La Paz County has announced the death of Public Defender Arthur Higgs over the weekend of July 27-28. He was 53 years old.
Parker Police Lt. Mike Bailey said Higgs was found deceased in his home the morning of Monday, July 29. He said officers were dispatched to do a welfare check as Higgs had not gone to his office that morning. Bailey said the last time Higgs was seen at work was on Friday, July 26.
Bailey said the cause of death is under investigation.
Higgs was originally hired as a Deputy Public Defender in February 2016. The County Board of Supervisors named Interim Public Defender May 1, 2017 when then-Public Defender Kathy Field was dismissed. Higgs was appointed Public Defender in January 2019.
“Art was a tremendous asset to La Paz County,” La Paz County District 2 Supervisor and Board Chairman Duce Minor said in a press release. “He had a genuine passion for his work, and he was always willing to go the extra mile to help the County. His work and dedication have been appreciated and will be missed greatly.”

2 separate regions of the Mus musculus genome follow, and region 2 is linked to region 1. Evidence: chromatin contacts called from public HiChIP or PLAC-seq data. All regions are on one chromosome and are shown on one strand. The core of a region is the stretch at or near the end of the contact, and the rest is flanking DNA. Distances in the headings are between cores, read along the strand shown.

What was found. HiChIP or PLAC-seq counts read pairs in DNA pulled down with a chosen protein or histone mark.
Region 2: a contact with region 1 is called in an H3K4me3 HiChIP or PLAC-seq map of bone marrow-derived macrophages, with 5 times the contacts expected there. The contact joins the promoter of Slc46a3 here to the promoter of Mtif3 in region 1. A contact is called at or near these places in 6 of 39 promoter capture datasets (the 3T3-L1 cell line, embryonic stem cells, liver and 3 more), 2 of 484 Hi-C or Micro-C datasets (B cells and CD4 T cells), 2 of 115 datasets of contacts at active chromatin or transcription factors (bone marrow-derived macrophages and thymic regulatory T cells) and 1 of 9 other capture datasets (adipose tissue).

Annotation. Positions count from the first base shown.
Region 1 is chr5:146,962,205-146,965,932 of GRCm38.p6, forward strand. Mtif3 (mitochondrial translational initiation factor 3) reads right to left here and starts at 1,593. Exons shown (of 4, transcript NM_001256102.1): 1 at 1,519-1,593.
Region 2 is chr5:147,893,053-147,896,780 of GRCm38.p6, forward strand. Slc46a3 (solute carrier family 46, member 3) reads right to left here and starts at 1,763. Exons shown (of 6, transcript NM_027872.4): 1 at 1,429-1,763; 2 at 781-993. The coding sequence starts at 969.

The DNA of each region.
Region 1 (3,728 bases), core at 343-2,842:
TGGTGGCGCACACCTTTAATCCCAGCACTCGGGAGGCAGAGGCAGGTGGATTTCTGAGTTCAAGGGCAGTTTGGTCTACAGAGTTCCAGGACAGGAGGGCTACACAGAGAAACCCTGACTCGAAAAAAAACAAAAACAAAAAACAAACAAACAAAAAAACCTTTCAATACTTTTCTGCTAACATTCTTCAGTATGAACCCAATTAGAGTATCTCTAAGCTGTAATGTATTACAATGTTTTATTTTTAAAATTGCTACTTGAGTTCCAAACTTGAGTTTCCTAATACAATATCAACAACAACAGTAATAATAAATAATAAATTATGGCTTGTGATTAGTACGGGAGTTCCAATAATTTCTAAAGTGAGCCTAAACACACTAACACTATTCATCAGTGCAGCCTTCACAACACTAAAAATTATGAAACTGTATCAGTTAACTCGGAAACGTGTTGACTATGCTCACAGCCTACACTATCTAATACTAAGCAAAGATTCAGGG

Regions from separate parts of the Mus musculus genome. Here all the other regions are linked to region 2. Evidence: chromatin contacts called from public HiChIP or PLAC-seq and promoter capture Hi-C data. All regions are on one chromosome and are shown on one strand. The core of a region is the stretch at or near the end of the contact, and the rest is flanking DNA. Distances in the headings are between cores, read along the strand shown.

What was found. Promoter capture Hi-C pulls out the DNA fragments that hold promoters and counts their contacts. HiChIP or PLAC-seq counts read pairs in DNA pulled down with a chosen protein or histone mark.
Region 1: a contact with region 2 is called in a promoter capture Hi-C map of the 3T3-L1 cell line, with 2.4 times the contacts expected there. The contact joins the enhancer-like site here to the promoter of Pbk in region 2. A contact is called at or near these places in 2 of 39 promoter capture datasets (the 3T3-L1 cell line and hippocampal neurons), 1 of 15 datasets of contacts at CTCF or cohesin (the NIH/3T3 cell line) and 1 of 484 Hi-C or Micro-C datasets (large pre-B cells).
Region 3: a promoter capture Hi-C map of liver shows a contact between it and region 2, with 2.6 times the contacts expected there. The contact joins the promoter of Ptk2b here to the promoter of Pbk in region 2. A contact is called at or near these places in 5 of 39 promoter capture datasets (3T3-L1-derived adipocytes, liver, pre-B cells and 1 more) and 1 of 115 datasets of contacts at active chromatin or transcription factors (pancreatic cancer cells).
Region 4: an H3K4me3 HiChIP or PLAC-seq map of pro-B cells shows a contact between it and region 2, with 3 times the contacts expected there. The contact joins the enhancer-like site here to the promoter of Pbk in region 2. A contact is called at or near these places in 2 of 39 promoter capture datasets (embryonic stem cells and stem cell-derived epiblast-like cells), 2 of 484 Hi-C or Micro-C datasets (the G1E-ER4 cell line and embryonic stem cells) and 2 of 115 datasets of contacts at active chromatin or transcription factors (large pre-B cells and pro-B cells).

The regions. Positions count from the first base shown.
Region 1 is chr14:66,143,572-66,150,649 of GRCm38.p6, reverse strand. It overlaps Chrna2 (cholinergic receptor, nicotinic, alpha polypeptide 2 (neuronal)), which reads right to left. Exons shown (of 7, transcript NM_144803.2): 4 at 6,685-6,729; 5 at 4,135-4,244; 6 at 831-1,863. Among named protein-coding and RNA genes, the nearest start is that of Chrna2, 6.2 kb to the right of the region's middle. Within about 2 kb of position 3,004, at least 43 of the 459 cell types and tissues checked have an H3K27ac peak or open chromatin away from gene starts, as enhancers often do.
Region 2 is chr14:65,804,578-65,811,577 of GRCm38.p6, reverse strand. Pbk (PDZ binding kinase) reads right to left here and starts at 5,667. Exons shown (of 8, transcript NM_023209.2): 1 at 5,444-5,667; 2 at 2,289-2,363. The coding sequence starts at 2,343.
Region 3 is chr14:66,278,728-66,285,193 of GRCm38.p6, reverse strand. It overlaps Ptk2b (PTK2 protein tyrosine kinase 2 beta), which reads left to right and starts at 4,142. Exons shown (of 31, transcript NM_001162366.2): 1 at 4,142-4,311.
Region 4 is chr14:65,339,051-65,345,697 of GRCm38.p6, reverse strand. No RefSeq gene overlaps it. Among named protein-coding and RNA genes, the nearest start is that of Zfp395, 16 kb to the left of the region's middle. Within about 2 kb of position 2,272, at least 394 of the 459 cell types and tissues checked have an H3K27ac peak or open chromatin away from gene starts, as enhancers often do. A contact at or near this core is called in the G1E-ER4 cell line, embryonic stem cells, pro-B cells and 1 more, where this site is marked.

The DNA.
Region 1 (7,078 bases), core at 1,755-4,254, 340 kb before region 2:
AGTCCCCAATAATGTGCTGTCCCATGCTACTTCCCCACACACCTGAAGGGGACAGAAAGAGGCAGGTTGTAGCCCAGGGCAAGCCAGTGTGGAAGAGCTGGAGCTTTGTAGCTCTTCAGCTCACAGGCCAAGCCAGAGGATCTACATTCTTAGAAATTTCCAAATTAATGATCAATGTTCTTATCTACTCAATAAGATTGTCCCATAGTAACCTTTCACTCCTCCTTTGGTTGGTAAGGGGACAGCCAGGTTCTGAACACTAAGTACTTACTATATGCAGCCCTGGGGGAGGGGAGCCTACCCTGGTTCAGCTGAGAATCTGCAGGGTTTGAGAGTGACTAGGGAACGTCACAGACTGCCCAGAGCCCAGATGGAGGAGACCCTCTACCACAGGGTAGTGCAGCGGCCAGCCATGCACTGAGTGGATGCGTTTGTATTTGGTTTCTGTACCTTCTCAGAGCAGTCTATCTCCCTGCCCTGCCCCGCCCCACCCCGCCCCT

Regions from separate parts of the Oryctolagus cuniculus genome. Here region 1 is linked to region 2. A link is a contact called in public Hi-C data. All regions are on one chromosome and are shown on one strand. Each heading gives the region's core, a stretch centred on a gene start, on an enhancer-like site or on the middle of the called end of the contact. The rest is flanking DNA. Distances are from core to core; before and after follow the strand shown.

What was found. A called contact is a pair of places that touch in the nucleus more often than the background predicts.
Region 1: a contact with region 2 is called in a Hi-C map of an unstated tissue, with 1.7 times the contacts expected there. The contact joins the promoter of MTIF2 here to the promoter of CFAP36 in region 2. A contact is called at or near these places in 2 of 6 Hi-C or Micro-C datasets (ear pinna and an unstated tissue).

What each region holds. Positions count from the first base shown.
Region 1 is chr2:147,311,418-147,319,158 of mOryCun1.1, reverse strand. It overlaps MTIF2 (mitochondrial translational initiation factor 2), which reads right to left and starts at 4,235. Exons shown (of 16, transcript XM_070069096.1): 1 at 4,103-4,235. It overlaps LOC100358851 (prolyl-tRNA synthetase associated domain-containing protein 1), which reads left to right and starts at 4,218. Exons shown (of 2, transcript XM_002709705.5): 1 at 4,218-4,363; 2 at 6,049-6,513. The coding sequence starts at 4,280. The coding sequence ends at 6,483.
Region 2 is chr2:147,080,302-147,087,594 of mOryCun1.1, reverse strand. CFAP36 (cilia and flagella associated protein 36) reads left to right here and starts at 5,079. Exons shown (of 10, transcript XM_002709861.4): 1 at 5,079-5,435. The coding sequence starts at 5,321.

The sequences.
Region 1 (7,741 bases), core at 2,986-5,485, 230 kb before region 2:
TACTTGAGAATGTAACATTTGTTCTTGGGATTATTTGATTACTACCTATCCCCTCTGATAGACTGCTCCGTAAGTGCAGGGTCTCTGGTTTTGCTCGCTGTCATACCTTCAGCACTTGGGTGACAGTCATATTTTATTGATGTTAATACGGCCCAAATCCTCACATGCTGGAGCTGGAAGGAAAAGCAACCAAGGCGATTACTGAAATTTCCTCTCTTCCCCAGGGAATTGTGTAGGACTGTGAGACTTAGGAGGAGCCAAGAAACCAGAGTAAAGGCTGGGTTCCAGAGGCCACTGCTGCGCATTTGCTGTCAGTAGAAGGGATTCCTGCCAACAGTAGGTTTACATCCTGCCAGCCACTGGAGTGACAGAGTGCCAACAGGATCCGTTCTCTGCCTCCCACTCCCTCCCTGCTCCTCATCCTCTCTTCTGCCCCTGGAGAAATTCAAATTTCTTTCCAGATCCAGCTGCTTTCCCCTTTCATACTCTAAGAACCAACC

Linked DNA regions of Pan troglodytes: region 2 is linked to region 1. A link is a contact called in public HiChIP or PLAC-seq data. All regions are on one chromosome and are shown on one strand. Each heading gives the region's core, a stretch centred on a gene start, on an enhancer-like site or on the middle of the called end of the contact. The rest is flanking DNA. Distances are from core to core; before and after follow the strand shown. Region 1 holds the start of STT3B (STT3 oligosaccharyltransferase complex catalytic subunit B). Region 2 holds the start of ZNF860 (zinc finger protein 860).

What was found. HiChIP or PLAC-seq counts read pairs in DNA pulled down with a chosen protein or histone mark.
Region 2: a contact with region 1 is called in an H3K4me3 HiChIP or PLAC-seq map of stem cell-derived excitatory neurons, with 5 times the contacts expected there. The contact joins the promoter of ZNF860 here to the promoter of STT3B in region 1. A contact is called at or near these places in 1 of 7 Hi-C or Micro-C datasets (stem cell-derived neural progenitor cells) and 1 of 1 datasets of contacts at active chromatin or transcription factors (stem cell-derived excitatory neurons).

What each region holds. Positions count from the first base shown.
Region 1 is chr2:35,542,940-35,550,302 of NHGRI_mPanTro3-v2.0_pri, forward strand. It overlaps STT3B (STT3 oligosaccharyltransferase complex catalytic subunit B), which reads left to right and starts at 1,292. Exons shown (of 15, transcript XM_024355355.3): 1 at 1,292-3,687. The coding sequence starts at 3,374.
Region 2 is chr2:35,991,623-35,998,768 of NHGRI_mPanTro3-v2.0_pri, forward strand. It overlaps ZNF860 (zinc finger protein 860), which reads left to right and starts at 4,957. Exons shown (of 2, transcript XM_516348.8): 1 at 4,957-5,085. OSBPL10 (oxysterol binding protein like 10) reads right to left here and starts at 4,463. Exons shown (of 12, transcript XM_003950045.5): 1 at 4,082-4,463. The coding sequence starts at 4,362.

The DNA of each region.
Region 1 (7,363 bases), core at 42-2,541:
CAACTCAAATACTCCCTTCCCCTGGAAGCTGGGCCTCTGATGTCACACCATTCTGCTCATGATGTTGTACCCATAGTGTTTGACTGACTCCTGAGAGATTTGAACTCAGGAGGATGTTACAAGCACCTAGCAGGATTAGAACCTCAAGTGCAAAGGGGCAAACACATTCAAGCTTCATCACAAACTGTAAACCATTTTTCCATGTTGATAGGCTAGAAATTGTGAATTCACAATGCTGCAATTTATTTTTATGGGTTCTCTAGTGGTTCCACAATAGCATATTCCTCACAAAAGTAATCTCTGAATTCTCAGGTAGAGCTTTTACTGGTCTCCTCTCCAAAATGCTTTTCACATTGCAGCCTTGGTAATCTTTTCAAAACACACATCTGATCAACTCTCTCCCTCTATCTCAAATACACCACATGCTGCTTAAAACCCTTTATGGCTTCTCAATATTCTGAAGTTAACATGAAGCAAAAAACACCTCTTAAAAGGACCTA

La Paz County Attorney Tony Rogers said he and his staff were saddened to hear of Higgs’ death.
“Art was a smart lawyer who fought hard for his clients,” Rogers said in an e-mail to the Pioneer. “He was also honest and fair. Art was the kind of lawyer you could do handshake deals with without regret, which makes the job a lot easier.”
“Recently Art and I collaborated to implement a new case management system which will make both our offices more efficient,” Roger continued. “Art knew how to be a team player when appropriate and an adversary when necessary. Which is the hallmark of a true professional.”
A press release from the county stated that, in his time with La Paz County, Higgs was loved by many and was a huge part of the community. His colleagues in the Public Defender’s Office had this to say about him:
“Arthur Higgs was a brilliant legal mind that dedicated his life to indigent defense and public service. He was a mentor to many and took great pride in building the La Paz County Public Defender’s Office, while sharing his knowledge and legal expertise with the entire community. He enjoyed telling war stories from his career and loved sharing stories about his wife Jessica, daughter Shay and granddaughter. Both in court and out of court, he was a compassionate and caring person that always tried to find a reason to smile and make others laugh. Most importantly, he always had an open door. He will be deeply missed.”